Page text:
Sexual Dimorphism Within Brain Regions Controlling Speech Production


Laura Lima de Xavier, Sandra Hanekamp, and Kristina Simonyan. 2019. “Sexual Dimorphism Within Brain Regions Controlling Speech Production.” Front Neurosci, 13, Pp. 795.
Full text.pdf1.5 MB
Sexual Dimorphism Within Brain Regions Controlling Speech Production


Neural processing of speech production has been traditionally attributed to the left hemisphere. However, it remains unclear if there are structural bases for speech functional lateralization and if these may be partially explained by sexual dimorphism of cortical morphology. We used a combination of high-resolution MRI and speech-production functional MRI to examine cortical thickness of brain regions involved in speech control in healthy males and females. We identified greater cortical thickness of the left Heschl’s gyrus in females compared to males. Additionally, rightward asymmetry of the supramarginal gyrus and leftward asymmetry of the precentral gyrus were found within both male and female groups. Sexual dimorphism of the Heschl’s gyrus may underlie known differences in auditory processing for speech production between males and females, whereas findings of asymmetries within cortical areas involved in speech motor execution and planning may contribute to the hemispheric localization of functional activity and connectivity of these regions within the speech production network. Our findings highlight the importance of consideration of sex as a biological variable in studies on neural correlates of speech control.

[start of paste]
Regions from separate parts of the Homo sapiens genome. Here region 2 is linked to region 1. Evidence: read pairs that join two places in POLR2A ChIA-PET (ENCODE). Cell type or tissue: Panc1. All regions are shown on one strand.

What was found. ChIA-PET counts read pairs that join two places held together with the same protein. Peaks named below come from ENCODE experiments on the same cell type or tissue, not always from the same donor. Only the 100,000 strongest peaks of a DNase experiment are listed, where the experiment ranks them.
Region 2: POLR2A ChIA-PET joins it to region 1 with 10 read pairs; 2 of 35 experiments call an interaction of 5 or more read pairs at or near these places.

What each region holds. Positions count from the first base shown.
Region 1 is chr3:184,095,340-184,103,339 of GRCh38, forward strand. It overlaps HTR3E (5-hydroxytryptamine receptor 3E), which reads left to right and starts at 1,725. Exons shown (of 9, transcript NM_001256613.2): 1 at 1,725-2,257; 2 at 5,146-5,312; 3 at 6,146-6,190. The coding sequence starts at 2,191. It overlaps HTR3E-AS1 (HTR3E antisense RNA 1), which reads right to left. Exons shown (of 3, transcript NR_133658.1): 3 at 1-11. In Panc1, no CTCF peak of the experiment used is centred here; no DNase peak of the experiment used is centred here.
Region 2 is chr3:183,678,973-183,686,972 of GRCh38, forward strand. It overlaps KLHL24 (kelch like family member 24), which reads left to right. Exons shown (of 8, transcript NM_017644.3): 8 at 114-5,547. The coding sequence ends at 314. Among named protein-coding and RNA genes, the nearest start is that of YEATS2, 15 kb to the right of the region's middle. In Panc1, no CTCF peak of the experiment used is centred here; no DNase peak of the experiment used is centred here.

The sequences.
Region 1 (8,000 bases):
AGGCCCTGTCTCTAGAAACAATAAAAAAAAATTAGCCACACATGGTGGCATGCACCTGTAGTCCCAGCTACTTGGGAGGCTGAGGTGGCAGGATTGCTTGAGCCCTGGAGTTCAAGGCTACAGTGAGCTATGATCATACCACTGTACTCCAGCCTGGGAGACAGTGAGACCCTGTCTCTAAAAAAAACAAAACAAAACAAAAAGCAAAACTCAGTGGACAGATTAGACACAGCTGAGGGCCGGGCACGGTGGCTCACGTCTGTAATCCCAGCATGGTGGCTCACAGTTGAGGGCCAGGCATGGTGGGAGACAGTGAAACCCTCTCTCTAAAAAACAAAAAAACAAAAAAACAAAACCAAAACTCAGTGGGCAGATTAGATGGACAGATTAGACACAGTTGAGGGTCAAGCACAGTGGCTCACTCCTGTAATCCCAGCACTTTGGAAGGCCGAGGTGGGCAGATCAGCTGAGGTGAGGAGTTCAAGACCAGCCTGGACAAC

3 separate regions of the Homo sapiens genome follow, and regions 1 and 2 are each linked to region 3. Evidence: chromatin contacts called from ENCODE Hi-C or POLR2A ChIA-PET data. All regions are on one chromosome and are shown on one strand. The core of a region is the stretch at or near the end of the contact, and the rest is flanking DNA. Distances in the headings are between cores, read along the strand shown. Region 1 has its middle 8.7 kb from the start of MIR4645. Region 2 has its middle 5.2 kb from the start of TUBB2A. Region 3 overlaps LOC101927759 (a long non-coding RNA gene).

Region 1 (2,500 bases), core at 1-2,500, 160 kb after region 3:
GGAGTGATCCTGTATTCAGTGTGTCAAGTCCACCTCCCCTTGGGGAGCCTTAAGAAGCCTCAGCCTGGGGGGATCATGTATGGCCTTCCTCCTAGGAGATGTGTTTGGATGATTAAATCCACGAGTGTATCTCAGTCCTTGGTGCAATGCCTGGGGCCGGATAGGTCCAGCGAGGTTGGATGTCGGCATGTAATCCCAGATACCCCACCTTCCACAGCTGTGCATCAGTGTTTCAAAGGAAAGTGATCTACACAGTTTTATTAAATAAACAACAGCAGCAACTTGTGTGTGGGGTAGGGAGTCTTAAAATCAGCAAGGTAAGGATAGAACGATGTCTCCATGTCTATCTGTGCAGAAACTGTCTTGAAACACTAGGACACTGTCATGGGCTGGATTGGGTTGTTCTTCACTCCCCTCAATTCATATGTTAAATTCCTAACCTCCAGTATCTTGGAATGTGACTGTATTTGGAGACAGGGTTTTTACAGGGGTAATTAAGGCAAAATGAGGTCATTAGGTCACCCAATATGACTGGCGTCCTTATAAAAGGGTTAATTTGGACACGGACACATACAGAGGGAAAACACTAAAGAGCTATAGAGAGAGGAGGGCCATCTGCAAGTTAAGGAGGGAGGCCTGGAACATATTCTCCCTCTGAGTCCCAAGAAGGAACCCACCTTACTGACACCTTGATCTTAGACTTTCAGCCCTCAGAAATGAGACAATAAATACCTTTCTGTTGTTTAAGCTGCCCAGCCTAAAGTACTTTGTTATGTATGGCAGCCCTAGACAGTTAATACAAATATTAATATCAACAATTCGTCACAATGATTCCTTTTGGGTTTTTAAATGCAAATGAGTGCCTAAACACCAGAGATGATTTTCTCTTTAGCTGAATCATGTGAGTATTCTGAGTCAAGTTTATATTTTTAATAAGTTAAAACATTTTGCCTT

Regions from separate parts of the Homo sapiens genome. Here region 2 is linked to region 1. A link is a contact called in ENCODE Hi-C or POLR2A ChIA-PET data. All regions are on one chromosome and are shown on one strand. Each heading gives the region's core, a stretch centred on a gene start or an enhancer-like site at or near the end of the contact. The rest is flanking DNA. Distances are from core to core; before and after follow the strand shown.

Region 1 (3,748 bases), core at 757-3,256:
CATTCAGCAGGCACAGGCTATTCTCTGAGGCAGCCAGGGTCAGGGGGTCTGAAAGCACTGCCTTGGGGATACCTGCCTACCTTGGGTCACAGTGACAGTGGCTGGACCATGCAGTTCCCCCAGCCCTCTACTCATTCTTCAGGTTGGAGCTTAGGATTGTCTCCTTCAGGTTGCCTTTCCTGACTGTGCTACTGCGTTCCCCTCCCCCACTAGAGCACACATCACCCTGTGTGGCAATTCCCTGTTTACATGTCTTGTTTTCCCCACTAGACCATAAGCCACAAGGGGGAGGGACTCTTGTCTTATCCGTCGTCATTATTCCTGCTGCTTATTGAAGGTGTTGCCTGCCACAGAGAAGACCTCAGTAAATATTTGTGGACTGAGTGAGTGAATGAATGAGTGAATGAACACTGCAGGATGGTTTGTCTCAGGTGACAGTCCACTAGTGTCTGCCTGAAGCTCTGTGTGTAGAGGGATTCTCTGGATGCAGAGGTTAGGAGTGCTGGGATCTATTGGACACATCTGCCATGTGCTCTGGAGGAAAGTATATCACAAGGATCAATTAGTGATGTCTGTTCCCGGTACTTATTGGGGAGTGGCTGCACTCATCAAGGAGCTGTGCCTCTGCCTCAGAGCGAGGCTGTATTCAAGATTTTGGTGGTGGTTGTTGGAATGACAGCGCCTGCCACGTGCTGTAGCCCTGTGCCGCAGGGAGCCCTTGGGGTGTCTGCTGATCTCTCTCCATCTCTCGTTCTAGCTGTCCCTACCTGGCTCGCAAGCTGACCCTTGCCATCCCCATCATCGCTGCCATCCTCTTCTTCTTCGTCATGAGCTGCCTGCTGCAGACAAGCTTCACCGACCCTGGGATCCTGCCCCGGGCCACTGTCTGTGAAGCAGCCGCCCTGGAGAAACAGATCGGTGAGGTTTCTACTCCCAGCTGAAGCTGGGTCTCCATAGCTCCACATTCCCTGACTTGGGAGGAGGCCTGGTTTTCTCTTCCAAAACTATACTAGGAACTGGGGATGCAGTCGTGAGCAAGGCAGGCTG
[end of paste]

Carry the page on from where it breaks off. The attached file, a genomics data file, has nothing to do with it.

Last updated on 08/06/2019